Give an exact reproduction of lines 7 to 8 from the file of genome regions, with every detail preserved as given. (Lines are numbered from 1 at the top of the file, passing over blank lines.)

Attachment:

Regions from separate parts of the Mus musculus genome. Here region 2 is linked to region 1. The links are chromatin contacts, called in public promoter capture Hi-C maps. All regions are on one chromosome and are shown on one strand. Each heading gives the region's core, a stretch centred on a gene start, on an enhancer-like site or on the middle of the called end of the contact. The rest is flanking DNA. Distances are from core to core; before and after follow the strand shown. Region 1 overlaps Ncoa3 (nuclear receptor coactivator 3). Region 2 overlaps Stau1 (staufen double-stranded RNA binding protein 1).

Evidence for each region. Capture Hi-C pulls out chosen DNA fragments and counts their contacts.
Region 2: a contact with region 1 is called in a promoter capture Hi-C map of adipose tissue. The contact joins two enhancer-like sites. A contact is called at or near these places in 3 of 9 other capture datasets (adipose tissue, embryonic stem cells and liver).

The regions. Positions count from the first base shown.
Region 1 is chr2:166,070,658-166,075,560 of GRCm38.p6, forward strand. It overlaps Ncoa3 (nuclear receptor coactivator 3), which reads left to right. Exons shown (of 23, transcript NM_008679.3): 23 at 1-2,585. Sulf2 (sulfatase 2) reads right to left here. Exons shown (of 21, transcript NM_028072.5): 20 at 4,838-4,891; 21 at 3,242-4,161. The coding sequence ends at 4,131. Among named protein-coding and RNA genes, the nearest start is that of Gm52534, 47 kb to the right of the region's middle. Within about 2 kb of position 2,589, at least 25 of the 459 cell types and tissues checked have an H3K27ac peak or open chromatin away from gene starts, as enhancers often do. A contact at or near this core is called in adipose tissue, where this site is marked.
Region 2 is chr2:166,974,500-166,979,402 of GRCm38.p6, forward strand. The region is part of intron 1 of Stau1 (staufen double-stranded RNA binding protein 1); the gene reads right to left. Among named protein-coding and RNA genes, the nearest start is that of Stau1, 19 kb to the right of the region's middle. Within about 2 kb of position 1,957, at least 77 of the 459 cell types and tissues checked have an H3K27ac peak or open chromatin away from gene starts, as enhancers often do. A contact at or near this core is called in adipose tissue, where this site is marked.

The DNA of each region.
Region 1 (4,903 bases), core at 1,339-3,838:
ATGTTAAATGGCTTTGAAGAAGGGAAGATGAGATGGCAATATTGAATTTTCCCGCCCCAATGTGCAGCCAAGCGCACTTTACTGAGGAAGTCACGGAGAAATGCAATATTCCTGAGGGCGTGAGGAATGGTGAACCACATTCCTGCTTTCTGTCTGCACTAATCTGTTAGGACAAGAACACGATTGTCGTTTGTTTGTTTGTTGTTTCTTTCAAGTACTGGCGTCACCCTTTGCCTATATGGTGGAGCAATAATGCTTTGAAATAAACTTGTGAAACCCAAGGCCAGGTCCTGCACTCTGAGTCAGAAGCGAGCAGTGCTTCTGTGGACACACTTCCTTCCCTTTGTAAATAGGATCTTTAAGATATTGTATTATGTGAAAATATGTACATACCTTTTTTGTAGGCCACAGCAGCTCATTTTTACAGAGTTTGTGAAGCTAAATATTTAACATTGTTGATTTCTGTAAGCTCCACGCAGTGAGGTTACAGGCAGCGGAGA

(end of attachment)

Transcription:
The DNA of each region.
Region 1 (4,903 bases), core at 1,339-3,838: